You had to be young, really young, and perhaps a girl, to give Tell Laura I Love Her the whole-hearted, weepy, emotional response it deserved.
The song, originally written and recorded by Ray Peterson in 1960 and released in America, was initially judged to be ‘too tasteless and vulgar for the English sensibility’. Yeah, right. Welsh singer Ricky Valance, who died recently at the age of 84, took this on the chin, and took his own swoony, maudlin version of the song to the top of the UK charts in October 1960.
It’s a story song, a tale briefly told. Laura is Tommy’s girlfriend — well, actually, we are told they are ‘lovers’ but that didn’t exercise young minds too much — and he enters a stock-car race hoping to win the $1,000 prize money in order to buy her ‘flowers, presents, and most of all, a wedding ring’.
We thought they would be a young couple, perhaps about 18 years old. A teenage wedding looms! How romantic! But it is not to be. Tommy’s car goes up in flames and as he is pulled from the wreck, with his dying breath he says — yes, you’ve got it.
The lightweight, sketchy narrative with its melodramatic punch provided just the right vehicle for a spot of juvenile angst. As a ‘death disc’, it was sufficiently removed from reality to be truly disturbing, in spite of the BBC’s fear that the record would lead to a spate of fatal road accidents. It was a comfortably tragic story, the details of which didn’t bear or indeed require much scrutiny.
Tell Laura I Love Her was the gateway to stronger stuff. Little did we know that just around the corner, a mere 31 years away, we would be thrilled by the most outstanding of songs about a grieving girl. That song is Richard Thompson’s 1952 Vincent Black Lightning, which he wrote and recorded in 1991.
There are three starring roles in the story of Richard Thompson’s song. As the title suggests, at the core of the song is the Vincent Black Lightning motorcycle, one of only 30 or so of these motorbikes which were made in Hertfordshire between 1948 and 1952.
The proud, besotted owner of the Vincent is a 21-year-old bad-boy, outlaw figure called James Adie. He’s a robber, a self-confessed ‘dangerous man’ who’s been on the wrong side of the law since he was 17. Then there’s his girlfriend Red Molly, who rides pillion and wears his ring on her right hand.
Molly is a flaming redhead in black leather who James has noticed hanging around ‘corners and cafes’ (you think maybe of the renowned 1960s’ Ace Cafe on the old North Circular). They get together when she admires his bike. ‘My hat’s off to you,’ says James, in acknowledgement of her good motorcycle taste, and they roar off to Box Hill, a renowned bikers’ destination in Surrey.
Cycle of life
James accepts that his way of life is likely to mean an early and violent death. The only thing he will regret is parting from Molly. But in a pledge to eternity and as a tribute to the depth of his love, he swears to her that if fate should take him out, ‘I’ll give you my Vincent to ride’.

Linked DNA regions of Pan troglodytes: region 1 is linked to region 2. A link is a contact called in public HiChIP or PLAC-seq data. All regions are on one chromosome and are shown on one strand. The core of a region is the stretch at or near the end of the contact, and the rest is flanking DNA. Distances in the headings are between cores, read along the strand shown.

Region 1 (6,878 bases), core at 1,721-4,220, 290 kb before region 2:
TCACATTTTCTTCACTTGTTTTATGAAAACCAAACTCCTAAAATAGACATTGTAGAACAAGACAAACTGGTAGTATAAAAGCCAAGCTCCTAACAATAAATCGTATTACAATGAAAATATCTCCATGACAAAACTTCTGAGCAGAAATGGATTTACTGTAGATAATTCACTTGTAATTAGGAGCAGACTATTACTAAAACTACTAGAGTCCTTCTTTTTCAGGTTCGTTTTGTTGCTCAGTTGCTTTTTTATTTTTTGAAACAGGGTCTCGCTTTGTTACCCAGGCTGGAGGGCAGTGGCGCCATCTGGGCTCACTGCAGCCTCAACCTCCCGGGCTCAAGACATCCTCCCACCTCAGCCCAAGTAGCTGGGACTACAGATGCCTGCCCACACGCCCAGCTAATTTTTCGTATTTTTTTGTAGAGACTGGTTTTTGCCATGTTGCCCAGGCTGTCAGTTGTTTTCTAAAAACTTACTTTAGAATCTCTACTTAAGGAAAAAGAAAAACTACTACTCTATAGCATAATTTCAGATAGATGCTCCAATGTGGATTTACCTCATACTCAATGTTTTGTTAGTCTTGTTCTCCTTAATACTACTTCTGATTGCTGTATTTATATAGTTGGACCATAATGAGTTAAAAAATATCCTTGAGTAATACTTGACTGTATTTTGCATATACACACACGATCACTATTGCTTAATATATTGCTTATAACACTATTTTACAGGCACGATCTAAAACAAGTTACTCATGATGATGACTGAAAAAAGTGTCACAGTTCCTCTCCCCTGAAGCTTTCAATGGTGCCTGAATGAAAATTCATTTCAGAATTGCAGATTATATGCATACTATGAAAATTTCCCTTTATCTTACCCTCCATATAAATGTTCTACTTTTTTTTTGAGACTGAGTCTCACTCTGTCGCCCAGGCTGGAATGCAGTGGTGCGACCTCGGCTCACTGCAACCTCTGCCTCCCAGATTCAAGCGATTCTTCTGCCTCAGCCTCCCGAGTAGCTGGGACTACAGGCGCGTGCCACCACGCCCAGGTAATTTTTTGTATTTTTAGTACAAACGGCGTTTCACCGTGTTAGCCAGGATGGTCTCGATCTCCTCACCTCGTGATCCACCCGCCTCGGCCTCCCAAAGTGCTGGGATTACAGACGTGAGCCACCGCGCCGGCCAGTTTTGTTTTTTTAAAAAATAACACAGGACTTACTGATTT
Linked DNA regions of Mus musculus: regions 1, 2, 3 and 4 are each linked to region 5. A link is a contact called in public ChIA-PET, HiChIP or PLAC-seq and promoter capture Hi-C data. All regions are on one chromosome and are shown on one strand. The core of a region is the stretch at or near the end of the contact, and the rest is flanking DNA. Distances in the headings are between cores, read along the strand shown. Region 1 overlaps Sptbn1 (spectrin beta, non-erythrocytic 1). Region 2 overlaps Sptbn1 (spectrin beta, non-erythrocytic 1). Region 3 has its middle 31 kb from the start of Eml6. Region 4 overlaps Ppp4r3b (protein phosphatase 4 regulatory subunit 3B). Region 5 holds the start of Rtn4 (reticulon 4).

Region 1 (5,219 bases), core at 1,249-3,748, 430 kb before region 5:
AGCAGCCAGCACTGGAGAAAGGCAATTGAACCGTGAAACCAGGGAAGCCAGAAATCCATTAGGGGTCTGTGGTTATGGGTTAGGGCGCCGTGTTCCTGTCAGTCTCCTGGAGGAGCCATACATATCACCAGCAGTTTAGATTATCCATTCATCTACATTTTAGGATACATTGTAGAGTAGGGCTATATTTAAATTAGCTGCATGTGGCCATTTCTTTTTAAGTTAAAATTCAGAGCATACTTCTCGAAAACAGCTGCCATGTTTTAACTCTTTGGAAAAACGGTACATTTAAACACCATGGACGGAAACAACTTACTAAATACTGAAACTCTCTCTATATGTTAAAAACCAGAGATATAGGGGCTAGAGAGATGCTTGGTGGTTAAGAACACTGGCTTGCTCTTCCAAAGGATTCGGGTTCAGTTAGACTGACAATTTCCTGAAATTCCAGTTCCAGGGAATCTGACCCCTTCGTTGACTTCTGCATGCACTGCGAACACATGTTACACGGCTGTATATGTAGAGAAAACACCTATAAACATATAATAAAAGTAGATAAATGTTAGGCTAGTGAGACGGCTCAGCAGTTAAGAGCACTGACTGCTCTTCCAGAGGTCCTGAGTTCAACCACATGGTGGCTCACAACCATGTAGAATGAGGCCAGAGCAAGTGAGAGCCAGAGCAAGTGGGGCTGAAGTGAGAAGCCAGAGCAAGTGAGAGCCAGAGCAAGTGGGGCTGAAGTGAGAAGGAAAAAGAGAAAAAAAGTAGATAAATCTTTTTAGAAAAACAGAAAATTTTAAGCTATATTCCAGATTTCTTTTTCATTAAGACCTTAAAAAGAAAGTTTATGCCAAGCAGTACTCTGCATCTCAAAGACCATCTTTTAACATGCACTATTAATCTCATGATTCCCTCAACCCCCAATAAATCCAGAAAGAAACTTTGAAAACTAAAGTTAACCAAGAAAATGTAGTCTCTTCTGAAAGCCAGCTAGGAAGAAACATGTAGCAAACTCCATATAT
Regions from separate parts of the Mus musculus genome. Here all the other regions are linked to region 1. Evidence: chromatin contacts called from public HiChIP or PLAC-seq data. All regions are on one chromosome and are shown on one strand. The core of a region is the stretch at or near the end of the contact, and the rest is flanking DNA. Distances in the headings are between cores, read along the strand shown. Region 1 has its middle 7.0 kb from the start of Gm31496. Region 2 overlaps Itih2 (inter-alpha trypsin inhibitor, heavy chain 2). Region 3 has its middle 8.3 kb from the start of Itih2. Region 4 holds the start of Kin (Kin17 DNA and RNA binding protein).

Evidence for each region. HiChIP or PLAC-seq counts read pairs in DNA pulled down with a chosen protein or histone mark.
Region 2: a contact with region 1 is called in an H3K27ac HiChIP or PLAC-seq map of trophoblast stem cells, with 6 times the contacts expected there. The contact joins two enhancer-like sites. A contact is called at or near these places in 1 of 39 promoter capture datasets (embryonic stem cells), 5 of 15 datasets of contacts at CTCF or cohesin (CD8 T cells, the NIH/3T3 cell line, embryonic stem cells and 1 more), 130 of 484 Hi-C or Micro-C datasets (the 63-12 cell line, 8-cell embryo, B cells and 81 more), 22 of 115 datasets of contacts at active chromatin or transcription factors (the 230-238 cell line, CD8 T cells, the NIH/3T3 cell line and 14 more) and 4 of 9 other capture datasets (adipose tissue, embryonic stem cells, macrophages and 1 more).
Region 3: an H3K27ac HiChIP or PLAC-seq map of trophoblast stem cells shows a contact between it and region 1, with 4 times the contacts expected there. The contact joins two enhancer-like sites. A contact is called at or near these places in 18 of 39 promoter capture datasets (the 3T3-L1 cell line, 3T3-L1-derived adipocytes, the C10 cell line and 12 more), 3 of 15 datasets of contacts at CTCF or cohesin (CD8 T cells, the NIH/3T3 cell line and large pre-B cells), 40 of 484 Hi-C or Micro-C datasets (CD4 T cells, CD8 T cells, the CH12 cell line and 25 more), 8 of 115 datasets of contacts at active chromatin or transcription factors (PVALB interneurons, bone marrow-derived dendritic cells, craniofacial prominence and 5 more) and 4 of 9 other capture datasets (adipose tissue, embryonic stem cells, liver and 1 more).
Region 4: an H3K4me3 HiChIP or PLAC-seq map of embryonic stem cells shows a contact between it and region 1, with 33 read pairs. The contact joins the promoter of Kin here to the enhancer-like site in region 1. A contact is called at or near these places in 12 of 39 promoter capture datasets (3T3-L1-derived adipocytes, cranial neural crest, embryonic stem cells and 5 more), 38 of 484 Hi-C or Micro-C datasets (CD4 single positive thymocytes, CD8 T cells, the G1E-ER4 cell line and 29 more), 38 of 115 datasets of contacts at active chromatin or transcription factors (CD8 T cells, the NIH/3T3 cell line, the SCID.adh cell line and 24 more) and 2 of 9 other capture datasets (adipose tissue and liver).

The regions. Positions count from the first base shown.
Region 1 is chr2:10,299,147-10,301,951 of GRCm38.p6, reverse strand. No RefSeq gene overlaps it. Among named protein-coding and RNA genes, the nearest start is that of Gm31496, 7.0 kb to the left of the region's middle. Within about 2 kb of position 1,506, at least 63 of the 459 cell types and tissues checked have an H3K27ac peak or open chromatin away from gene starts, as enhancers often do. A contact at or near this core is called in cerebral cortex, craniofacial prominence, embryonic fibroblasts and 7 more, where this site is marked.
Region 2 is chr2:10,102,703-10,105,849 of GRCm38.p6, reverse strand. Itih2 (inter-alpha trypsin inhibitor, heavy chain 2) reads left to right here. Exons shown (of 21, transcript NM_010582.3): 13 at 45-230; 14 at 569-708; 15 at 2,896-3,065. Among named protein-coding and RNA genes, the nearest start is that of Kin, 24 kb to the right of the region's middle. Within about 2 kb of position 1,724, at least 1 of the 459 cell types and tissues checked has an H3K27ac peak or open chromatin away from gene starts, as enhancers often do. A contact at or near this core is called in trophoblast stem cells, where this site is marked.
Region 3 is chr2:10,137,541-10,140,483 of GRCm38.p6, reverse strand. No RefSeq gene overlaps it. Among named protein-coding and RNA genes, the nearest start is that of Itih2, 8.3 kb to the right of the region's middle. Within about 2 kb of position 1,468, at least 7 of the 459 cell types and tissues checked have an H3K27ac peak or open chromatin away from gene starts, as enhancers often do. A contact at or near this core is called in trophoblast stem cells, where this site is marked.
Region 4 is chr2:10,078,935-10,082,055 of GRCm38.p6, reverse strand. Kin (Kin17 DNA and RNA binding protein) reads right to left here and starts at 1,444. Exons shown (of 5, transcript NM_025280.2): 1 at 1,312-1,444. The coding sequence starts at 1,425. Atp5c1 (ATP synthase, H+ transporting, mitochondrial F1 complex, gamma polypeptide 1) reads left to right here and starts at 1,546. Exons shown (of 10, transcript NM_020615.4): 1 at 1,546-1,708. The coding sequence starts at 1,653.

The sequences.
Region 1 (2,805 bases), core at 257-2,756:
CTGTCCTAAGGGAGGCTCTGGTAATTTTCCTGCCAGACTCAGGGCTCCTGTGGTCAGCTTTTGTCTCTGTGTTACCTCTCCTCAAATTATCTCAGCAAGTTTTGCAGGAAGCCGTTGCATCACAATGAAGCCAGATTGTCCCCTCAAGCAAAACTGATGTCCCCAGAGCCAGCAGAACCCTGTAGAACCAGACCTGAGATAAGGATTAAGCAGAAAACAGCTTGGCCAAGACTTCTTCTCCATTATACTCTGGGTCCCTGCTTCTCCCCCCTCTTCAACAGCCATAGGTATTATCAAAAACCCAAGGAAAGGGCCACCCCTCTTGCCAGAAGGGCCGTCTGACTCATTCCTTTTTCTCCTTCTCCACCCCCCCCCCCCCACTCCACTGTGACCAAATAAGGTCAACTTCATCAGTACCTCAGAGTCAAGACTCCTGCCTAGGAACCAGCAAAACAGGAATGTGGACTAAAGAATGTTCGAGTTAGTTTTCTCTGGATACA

And fate does break James’ stride, as he is brought down by a shotgun blast in his chest during an armed robbery. At the hospital, Molly by his side, with his dying breath he extols the superiority of his Vincent over other makes of bike. You can keep your Nortons and Indians and Greeveses, which ‘don’t have a soul like a Vincent ’52’. His last act on earth is to give Molly its keys, as he sees the angels swooping down from heaven to carry him home in a procession of leather and chrome Ariels. Even the angels ride inferior models.
From the beginning, you know it can only end one way. The song has the remorseless inevitability of a folk tale. It taps into our collective memory and awareness of traditional tropes — doomed lovers, stand-offs with the law, death-bed declarations. The repetition and the formal use of the girl’s name in the sergeant’s ‘Come down, come down, Red Molly’ have the rhythm and cadence of a traditional story. The hero of the tale is the Vincent, mythic black steed who is bathed in preternatural power and wonder.
Richard Thompson’s consummate skill as a lyricist and musician drive the narrative onwards with such conviction that the familiar English territory and landmarks transcend boundaries. The characters merge with other figures, past and future — Pancho from Townes van Zandt’s Pancho and Lefty, Neil Young’s Unknown Legend out somewhere on a desert highway, long blonde hair flowing in the breeze as she rides her — Harley-Davidson. Never mind.
1952 Vincent Black Lightning has been performed by many fantastic artists, including Bob Dylan. It’s always great to see it sung on stage, especially by Richard Thompson. Grown men know all the words. They may weep. Grown women, many of whom were in gymslips back in the day when they heard the sad ditty of Laura and Tommy, may weep too, and wonder if the moment has passed for adopting ‘red hair and black leather’ as their signature look.